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John Quigley & Aleksandr Buzgalin say that the building occupations and protests in cities like Donestk look like local initiatives, and are markedly less violent than some of those during the Euromaiden protests

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ANTON WORONCZUK, TRNN PRODUCER: Welcome to The Real News Network. I’m Anton Woronczuk in Baltimore.

Diplomats from Russia, U.S., Ukraine, and the E.U. met in Geneva to deescalate the situation in Ukraine after several pro-Russian protesters in the East were killed by Ukrainian security forces. The meeting in Geneva has led to an agreement of amnesty for the protesters who occupied buildings in recent days, with troops withdrawn from borders and greater autonomy in the eastern regions.

Defense Secretary Chuck Hagel has also said that nonlethal aid will be sent to Ukraine, and the White House has said additional sanctions have been readied in case the situation worsens.

Joining us now to discuss the situation are two guests.

Aleksandr Buzgalin is a professor of political economy at Moscow State University. He’s also editor of the independent democratic left magazine Alternatives and is a coordinator of the Russian social movement Alternatives, author of more than 20 books and hundreds of articles, translated into English, German, and many other languages.

Also joining us is John Quigley. He’s a professor emeritus of international law at Ohio State University and has dealt with conflicts between Ukraine and Russia arising from the breakup of the U.S.S.R. on behalf of the Organization for Security and Co-operation in Europe.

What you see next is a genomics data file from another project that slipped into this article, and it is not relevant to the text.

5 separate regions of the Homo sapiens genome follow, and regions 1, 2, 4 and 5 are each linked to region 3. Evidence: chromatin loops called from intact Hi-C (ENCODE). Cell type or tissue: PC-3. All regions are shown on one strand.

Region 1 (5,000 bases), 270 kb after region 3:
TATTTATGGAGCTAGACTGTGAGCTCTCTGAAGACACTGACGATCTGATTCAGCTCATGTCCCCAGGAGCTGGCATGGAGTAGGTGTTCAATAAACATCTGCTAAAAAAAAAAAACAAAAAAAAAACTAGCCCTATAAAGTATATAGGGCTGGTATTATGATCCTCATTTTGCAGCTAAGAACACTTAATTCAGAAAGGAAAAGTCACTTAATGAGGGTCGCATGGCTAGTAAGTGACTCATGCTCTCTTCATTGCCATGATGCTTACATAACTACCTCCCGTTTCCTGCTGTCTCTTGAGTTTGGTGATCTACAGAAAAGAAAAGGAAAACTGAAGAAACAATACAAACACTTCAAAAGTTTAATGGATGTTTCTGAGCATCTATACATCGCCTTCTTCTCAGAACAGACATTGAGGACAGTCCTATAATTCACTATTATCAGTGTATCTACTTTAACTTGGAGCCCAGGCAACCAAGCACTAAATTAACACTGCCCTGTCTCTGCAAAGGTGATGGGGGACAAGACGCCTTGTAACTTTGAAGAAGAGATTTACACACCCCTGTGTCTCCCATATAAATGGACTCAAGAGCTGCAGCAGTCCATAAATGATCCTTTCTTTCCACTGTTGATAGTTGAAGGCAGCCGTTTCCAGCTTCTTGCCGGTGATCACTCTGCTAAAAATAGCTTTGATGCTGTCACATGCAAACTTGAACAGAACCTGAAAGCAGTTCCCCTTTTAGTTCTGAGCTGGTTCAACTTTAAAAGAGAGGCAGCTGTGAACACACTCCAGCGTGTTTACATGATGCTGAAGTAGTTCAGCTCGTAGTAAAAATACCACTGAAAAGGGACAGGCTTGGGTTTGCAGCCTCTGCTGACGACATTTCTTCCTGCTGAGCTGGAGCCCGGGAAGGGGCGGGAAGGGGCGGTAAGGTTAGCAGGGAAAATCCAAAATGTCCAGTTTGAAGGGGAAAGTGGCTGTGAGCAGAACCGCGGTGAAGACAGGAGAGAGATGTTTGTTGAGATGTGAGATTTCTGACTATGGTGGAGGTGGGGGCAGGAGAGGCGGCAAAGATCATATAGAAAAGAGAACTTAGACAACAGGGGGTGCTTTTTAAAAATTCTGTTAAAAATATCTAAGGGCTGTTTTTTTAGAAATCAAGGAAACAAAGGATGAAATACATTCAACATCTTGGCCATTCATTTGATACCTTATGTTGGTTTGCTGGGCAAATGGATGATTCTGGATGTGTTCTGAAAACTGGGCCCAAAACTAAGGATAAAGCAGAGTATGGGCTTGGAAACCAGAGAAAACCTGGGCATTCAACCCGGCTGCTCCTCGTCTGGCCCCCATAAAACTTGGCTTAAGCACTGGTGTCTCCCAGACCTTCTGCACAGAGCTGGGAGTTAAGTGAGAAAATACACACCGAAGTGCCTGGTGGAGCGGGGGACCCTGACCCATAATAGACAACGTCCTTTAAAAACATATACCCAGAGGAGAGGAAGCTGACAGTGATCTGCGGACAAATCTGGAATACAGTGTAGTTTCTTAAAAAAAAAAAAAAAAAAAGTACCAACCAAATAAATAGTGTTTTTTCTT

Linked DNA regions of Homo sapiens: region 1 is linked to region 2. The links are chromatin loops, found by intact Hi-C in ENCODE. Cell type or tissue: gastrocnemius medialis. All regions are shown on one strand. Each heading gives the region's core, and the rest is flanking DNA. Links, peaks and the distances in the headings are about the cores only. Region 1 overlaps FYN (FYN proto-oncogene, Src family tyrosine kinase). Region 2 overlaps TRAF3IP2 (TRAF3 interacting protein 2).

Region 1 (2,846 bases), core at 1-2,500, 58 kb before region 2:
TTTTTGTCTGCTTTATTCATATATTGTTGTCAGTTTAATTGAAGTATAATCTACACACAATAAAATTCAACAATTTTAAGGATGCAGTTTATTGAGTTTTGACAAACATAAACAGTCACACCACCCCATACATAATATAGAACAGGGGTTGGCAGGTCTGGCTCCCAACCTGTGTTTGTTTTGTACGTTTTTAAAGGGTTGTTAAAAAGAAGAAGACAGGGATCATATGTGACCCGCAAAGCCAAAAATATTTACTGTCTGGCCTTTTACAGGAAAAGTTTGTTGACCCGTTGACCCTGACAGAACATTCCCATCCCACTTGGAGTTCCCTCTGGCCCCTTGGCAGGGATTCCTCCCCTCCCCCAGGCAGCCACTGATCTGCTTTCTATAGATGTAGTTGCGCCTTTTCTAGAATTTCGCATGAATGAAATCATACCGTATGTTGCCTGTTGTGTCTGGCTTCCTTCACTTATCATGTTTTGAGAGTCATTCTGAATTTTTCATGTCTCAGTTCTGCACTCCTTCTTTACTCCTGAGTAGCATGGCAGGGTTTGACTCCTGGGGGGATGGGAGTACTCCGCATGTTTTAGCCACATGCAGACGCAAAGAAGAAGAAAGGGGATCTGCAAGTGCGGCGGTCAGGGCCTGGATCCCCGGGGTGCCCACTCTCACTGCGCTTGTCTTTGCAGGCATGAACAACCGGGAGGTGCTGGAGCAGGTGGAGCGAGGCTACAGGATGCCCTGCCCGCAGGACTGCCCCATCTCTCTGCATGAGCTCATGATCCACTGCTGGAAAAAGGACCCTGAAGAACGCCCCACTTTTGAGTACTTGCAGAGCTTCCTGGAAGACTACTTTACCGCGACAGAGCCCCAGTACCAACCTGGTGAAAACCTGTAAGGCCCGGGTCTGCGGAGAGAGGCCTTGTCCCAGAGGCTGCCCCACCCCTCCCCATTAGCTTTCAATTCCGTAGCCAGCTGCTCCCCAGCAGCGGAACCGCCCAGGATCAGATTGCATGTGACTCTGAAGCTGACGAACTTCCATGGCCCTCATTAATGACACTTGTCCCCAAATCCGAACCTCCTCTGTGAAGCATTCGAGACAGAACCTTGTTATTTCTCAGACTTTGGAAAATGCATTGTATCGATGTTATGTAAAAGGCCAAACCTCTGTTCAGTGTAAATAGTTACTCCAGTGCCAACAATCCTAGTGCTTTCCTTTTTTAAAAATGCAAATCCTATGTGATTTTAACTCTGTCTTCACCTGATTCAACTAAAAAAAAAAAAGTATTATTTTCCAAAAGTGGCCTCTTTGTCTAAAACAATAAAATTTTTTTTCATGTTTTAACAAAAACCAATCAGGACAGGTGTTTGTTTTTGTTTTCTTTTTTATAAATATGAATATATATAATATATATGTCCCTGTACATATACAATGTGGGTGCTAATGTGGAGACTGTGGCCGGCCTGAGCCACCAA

Thank you both for joining us.

ALEKSANDR BUZGALIN, PROF. POLITICAL ECONOMICS, MOSCOW STATE UNIV.: Thank you for invitation and the opportunity to discuss with you this very important question.

WORONCZUK: So, Aleksandr, let’s start with you. What role has Russia played in the protests that have taken place in East Ukraine? Is there any evidence that points to collaboration or support for the pro-Russian protesters by the Russian government, as U.S. officials have repeatedly claimed?

BUZGALIN: I do not see any real political or economic forms of support, and, of course, no support by military force. There is ideological support, cultural support, and mutual feelings of many Russians, who are speaking and talking between ourselves, not only officially in support of Ukrainian people who wants to have a federal system of organization of Ukraine, who want to have real defense of human rights of Russian-speaking people. And this is not something special. This is just absolutely normal situation, typical for many countries in Europe. In Belgium, people who speak French can work together and live together and be in one democratic country with those who are speaking Flemish and there is no big conflicts–there are two languages–while in Ukraine it is impossible. This is only one aspect.

There are some other aspects interconnected with threat of right being nationalist or even pro-fascist forces, and people in the east and south of Ukraine who were fighting against fascist troops during World War II who has all this memory cannot be together with these soldiers, militants, I can say even bandits who are real nationalists and pro-fascists and who has their flag, their symbols of [incompr.] and so on. And we can understand this.

So I think position of Russian government is more or less neutral officially and position of Russian people is real support, but not support by weapons, military forces, and so on.